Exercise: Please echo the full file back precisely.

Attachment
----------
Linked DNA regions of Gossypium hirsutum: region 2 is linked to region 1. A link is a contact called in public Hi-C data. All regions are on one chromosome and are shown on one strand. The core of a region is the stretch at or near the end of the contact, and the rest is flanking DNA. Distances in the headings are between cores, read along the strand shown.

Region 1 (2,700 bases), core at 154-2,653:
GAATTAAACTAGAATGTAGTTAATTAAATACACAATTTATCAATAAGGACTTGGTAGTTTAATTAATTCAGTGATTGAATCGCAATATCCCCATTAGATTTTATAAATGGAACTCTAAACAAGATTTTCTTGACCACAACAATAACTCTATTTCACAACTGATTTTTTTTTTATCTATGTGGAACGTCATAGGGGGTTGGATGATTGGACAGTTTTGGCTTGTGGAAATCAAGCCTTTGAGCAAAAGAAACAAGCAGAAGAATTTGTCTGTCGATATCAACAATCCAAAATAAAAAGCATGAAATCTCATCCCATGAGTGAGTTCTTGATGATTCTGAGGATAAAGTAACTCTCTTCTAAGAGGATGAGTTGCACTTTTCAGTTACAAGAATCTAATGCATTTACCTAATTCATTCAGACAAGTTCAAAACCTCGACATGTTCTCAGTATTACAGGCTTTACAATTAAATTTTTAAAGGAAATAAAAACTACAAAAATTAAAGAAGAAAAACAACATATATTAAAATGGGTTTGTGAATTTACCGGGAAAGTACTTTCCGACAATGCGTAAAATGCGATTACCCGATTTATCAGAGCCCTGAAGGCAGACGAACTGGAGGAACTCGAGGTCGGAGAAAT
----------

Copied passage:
Linked DNA regions of Gossypium hirsutum: region 2 is linked to region 1. A link is a contact called in public Hi-C data. All regions are on one chromosome and are shown on one strand. The core of a region is the stretch at or near the end of the contact, and the rest is flanking DNA. Distances in the headings are between cores, read along the strand shown.

Region 1 (2,700 bases), core at 154-2,653:
GAATTAAACTAGAATGTAGTTAATTAAATACACAATTTATCAATAAGGACTTGGTAGTTTAATTAATTCAGTGATTGAATCGCAATATCCCCATTAGATTTTATAAATGGAACTCTAAACAAGATTTTCTTGACCACAACAATAACTCTATTTCACAACTGATTTTTTTTTTATCTATGTGGAACGTCATAGGGGGTTGGATGATTGGACAGTTTTGGCTTGTGGAAATCAAGCCTTTGAGCAAAAGAAACAAGCAGAAGAATTTGTCTGTCGATATCAACAATCCAAAATAAAAAGCATGAAATCTCATCCCATGAGTGAGTTCTTGATGATTCTGAGGATAAAGTAACTCTCTTCTAAGAGGATGAGTTGCACTTTTCAGTTACAAGAATCTAATGCATTTACCTAATTCATTCAGACAAGTTCAAAACCTCGACATGTTCTCAGTATTACAGGCTTTACAATTAAATTTTTAAAGGAAATAAAAACTACAAAAATTAAAGAAGAAAAACAACATATATTAAAATGGGTTTGTGAATTTACCGGGAAAGTACTTTCCGACAATGCGTAAAATGCGATTACCCGATTTATCAGAGCCCTGAAGGCAGACGAACTGGAGGAACTCGAGGTCGGAGAAAT